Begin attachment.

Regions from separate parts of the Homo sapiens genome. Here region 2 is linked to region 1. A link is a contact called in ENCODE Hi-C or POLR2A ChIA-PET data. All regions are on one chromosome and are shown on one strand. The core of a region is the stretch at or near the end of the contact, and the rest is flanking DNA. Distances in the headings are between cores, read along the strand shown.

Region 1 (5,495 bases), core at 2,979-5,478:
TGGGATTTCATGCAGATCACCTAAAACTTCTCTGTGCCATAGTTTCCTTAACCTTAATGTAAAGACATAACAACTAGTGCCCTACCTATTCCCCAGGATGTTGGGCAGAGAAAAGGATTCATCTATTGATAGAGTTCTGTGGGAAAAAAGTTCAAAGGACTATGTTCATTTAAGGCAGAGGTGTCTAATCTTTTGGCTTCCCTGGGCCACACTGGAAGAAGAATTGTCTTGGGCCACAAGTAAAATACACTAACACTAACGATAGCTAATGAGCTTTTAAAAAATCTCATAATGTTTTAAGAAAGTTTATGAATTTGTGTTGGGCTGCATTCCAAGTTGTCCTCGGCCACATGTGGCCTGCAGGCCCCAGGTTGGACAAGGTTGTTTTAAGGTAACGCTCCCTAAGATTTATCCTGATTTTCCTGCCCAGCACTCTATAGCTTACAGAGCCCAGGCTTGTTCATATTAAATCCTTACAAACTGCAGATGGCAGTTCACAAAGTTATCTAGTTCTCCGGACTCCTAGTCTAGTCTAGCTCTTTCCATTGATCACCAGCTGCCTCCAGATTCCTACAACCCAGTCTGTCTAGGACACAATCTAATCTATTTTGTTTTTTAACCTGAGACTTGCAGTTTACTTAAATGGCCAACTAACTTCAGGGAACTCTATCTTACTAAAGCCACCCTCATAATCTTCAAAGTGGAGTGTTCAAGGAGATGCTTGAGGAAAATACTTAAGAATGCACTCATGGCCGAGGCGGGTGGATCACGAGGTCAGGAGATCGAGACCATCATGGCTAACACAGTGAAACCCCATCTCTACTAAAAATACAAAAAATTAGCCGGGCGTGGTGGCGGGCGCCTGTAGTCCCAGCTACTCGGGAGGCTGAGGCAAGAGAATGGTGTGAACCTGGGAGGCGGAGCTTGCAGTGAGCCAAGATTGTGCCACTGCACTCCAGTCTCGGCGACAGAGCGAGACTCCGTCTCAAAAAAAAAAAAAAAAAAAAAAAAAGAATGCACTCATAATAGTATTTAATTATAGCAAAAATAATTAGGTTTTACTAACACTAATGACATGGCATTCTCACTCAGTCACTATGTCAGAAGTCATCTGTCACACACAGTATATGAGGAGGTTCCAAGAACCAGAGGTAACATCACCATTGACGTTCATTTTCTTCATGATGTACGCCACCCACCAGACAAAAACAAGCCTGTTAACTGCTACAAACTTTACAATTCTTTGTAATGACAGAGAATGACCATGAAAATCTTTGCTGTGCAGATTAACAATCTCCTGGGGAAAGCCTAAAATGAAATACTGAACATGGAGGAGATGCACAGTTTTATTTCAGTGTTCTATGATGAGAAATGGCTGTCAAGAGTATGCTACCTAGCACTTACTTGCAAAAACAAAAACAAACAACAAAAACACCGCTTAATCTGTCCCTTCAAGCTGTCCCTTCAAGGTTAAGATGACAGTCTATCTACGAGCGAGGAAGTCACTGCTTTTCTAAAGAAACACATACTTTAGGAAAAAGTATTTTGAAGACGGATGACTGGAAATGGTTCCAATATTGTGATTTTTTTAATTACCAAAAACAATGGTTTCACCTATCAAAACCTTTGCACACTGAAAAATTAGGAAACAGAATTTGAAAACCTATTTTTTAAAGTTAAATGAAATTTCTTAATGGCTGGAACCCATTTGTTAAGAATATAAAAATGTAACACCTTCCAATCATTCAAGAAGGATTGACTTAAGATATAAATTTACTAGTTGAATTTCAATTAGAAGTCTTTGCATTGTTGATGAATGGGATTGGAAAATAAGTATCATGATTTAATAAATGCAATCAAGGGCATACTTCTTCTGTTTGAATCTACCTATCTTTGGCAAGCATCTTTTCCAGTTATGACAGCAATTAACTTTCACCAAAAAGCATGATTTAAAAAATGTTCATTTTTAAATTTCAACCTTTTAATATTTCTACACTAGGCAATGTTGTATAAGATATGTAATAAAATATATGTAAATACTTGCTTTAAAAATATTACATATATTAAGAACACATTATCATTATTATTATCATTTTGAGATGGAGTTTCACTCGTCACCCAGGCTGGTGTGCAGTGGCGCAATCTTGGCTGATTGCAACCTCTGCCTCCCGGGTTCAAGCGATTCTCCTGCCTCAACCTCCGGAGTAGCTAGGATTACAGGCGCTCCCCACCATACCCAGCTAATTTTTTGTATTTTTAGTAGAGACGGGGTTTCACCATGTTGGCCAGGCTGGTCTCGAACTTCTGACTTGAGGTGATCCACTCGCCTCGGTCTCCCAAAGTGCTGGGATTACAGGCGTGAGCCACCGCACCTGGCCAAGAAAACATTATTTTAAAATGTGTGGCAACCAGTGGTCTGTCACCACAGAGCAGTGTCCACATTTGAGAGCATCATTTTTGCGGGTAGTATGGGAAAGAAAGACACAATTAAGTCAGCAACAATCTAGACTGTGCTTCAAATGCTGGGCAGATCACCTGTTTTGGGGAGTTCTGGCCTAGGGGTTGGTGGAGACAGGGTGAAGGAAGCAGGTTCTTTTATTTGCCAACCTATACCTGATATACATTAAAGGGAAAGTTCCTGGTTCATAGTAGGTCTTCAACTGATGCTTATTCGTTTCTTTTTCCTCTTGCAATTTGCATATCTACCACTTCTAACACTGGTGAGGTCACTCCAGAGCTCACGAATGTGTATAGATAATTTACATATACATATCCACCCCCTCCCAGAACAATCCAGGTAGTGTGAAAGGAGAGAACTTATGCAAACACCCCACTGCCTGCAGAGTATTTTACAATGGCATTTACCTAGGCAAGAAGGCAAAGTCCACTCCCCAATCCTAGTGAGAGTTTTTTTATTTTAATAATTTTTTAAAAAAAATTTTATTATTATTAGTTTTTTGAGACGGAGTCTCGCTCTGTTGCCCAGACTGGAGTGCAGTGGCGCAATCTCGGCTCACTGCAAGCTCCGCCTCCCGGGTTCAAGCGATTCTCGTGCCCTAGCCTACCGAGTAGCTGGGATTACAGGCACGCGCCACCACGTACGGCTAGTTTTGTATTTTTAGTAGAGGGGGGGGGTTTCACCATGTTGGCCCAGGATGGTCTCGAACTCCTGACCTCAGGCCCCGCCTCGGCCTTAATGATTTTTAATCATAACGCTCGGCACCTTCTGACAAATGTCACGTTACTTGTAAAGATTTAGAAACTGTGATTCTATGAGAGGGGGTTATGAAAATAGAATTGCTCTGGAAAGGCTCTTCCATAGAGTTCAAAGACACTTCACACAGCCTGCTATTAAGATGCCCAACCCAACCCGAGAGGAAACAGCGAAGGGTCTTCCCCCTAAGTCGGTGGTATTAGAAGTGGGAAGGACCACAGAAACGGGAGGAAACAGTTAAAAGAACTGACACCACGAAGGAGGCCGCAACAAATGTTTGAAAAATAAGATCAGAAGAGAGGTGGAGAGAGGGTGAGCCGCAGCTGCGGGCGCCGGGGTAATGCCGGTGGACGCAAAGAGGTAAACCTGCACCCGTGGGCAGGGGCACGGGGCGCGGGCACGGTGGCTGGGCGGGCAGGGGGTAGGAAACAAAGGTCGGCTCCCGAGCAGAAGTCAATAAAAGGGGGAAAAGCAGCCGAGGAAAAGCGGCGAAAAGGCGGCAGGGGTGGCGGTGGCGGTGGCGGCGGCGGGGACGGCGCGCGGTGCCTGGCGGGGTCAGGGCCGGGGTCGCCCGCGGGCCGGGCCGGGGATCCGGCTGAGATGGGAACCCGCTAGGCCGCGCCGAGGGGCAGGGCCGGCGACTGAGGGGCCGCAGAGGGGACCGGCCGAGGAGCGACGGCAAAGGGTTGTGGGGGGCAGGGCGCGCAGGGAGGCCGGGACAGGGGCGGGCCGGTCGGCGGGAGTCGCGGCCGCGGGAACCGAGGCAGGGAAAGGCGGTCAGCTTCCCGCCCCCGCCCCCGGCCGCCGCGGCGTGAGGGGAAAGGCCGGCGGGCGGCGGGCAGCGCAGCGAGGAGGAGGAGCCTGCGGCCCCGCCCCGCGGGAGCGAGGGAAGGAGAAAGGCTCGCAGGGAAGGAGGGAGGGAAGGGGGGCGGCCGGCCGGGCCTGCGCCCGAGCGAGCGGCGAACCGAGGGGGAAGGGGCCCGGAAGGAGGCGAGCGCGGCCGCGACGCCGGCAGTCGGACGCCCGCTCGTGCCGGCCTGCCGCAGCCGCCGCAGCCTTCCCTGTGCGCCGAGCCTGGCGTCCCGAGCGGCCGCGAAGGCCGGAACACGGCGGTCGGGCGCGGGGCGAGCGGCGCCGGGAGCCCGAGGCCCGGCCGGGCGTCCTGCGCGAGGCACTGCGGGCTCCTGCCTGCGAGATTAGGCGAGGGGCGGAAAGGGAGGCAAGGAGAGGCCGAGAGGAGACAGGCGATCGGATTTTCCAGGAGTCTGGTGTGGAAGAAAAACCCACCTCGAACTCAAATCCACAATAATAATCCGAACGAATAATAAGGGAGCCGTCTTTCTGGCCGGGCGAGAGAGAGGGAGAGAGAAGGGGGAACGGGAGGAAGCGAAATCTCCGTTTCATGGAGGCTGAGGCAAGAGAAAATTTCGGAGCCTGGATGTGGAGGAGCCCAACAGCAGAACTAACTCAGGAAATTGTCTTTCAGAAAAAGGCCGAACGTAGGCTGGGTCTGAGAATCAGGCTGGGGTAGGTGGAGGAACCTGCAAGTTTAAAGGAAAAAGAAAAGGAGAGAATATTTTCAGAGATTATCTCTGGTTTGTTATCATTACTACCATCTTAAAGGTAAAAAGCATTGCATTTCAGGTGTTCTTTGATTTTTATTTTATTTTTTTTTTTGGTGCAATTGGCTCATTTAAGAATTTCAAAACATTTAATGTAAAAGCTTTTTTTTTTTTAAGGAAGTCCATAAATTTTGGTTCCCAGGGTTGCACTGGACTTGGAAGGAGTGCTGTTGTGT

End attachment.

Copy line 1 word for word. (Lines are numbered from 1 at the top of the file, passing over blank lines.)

Regions from separate parts of the Homo sapiens genome. Here region 2 is linked to region 1. A link is a contact called in ENCODE Hi-C or POLR2A ChIA-PET data. All regions are on one chromosome and are shown on one strand. The core of a region is the stretch at or near the end of the contact, and the rest is flanking DNA. Distances in the headings are between cores, read along the strand shown.